Who am I and why am I doing this?

My name is John.  My love affair with cycling goes back over 50 years. At age four, I got my first set of wheels.  A red Murray tricycle.

Apparently I was already looking forward to having a cargo bike...

 

In 1969 for my 6th birthday I got a Schwinn Stingray wannabe.  Lots of companies made knockoffs of the iconic kids bike from the early 70s.  I'm sure mine was from Sears or Montgomery Ward.

I know I didn't care.  It had a banana seat and ape-hanger bars, so it was cool!

Other bikes came later.  There was an early 1970s Triumph.  That was stolen.  Then a rusty beat-up 1950s bike with a fake gas-tank.  Delivering papers on that made my legs really strong!

In high school I got my first 10-speed: a Raleigh Rampar.  This was Raleigh's cheaper line, made in Taiwan & India instead of Japan. 

I had just seen "Breaking Away" and lived in southern Indiana, so it was pretty much my Tour de France training bike.

I grew away from bikes after high school.  Went into the military, and forgot about bikes for several years.  The love came back in the early 1990s when I began doing charity rides and commuting to work in Milwaukee. 

I got another steel 10-speed (don't remember the brand).  Crashed it into my neighbor's truck and  bent the frame.  That was replaced by an aluminum Cannondale R400 that served me well for many years.  I participated in the first few Trek 100s and it moved with me to Florida, California & Colorado.

The biking bug hit me harder once I moved to Denver in the mid-2000s.  I acquired a Rivendell Atlantis on eBay, and a Bianchi Milano, which I turned into an Xtra-cycle with a conversion kit.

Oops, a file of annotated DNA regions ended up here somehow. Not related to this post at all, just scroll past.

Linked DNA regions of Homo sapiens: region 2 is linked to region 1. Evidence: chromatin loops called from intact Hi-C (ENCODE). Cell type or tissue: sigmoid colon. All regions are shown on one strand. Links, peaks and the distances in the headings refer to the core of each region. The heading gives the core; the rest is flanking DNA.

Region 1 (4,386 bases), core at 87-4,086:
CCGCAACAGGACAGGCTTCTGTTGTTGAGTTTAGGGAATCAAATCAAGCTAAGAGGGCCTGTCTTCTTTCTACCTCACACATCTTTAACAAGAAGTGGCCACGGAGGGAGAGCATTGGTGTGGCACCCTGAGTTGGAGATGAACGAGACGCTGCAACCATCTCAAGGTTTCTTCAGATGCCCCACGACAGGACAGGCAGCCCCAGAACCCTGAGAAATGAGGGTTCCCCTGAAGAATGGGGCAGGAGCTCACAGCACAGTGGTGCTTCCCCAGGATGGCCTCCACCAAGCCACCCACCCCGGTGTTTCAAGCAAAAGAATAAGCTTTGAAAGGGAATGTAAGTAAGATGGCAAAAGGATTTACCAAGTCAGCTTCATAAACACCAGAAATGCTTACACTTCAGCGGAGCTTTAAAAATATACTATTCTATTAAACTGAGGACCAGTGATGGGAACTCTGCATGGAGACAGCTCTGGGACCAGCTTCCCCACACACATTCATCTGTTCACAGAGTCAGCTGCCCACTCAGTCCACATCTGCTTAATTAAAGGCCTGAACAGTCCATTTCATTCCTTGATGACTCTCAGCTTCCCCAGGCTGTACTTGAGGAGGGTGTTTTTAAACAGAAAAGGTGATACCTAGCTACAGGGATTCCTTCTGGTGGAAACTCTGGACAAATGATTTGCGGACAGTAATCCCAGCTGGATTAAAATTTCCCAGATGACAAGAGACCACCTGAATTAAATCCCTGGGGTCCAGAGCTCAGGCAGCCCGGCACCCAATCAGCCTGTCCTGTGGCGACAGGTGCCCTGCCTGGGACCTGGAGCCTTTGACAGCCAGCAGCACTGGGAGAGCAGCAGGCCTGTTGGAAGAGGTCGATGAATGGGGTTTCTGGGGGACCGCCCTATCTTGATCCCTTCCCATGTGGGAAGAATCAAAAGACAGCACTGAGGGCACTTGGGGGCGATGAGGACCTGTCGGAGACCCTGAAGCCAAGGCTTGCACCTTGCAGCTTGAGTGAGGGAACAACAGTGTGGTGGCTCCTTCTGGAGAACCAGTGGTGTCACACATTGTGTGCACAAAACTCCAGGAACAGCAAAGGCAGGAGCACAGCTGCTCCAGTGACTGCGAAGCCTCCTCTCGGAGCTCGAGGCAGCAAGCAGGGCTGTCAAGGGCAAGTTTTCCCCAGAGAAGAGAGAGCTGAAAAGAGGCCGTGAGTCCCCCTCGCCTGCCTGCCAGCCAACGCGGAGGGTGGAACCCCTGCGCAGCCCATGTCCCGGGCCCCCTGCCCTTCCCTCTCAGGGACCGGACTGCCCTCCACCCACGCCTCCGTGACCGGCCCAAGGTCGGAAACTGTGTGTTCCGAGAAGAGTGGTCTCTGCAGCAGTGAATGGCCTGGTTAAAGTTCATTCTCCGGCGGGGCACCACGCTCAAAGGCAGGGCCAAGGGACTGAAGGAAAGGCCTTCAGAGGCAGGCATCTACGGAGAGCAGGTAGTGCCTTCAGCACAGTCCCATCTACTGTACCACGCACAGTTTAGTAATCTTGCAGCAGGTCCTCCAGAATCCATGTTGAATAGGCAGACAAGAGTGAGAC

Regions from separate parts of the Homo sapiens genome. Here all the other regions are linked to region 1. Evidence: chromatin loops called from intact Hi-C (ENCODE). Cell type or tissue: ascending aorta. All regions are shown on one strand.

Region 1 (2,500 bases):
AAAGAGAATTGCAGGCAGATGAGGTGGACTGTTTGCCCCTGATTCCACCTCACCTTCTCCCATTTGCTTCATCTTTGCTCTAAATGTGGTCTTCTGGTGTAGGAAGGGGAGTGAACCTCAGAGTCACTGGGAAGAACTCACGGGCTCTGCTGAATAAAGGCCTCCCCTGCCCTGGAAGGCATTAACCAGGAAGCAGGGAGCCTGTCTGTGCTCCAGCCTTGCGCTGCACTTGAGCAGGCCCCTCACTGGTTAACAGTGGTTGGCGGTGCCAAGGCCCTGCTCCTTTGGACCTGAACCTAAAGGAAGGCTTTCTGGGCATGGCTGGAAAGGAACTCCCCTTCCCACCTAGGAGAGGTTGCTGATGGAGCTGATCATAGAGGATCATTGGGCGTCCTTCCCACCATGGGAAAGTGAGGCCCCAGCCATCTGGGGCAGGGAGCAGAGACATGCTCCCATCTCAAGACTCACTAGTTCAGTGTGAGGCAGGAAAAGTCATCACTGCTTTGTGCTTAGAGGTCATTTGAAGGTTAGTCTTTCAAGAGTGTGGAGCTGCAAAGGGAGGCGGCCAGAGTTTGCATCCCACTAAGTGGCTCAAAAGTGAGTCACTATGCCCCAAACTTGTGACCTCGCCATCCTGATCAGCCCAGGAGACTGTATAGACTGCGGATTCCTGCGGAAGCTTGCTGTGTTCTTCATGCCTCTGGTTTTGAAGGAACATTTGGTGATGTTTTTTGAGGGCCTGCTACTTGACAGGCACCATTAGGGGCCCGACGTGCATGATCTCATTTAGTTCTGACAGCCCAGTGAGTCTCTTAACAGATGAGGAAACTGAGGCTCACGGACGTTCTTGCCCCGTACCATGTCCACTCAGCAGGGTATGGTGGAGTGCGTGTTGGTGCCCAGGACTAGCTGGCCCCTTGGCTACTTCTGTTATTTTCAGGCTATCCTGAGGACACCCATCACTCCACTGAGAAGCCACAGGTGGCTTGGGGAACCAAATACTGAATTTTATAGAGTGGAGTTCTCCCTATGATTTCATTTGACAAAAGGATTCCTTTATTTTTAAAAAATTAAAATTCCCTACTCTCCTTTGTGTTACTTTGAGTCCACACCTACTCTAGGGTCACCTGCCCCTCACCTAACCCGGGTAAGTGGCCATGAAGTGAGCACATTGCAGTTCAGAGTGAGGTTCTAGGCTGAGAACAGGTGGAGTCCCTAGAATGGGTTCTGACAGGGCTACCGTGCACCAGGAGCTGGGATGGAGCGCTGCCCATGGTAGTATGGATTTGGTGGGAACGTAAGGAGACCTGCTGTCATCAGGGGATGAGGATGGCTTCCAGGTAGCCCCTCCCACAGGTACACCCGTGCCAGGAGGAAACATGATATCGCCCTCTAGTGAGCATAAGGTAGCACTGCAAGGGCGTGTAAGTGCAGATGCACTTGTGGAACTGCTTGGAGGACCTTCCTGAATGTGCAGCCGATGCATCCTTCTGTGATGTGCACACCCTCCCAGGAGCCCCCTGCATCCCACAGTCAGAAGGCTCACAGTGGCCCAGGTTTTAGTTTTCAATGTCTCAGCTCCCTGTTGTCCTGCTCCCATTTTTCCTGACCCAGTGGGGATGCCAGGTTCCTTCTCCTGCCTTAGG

The Atlantis became my commuting & randonneur ride, while the Xtra-cycle was for shopping, kid-hauling and any other cargo-needs.

In the late 2000s I experimented with refurbishing old bikes.  I found a late 80s Schwinn Le Tour Tourist, and turned it into a snazzy ride for my daughter.

At some point, the Xtra-cycle was transformed into what I called the "Boom Bike" with speakers on both sides.  I used this for block parties, Denver Cruiser rides, and even as a playground party machine at the school where I worked.

For the last several years, I have had a desire to ride across the country. 

 

After a health-scare in 2018, where I almost had stents put in, I began thinking more seriously about doing this.  It felt a bit as if time was running out.

I used my latest refurbished bike - a 1984 British Mercian to ride the Tour de Nebraska in 2019.  This was a five-day ride totaling about 275 miles. 

I thought of this as a test - if I couldn't complete this multi-day ride, I had no business considering cross-country touring.  Fortunately, it went well, and I had no health issues.

For 2020, I have a more ambitious ride planned.  Working at a school gives me summers off.  I plan to spend pretty much the entire month of June on a bike.

Here's the plan: My wife will drop me off in Pueblo, where I will begin riding to St. Louis, where my daughter lives.  From there I will hop an Amtrak train (with the bike) and end up in Lincoln, NE.  I will work my way over to Kearney and participate in the 33rd Annual Tour de Nebraska.  After that, I will hop another train to southern Iowa, ride up to Dubuque, where my sister lives.  Then I'll ride across Wisconsin to visit my friend Tom in Milwaukee.  Another Amtrak ride will take me back to Denver.

It will be over 1600 miles - some days over 100.  Most nights I will camp, but will also use a website called Warm Showers (like AirB&B for cyclists) as well as stay in a few B&Bs and hotels.

The reason I call this blog "Younger on Two Wheels" is because of the feeling I get when riding.  That sense of speed, wind in my face and freedom take me back to riding as a kid or teenager.  The sense of accomplishment I get when arriving somewhere after a long ride is icing on the cake.

Additionally for me, this is a way to try to roll back the clock on my body.  Lose some weight, improve my cardiovascular and overall health, and try to look younger as well as feel younger.

That's why I'm doing this.  If successful, I plan more challenging rides next summer.  Perhaps San Francisco to Denver (mountains!) or Denver to North Carolina where my dad lives.  We'll see!  Follow along on the blog as I post updates on my preparations, and daily reports and pictures once I'm riding.

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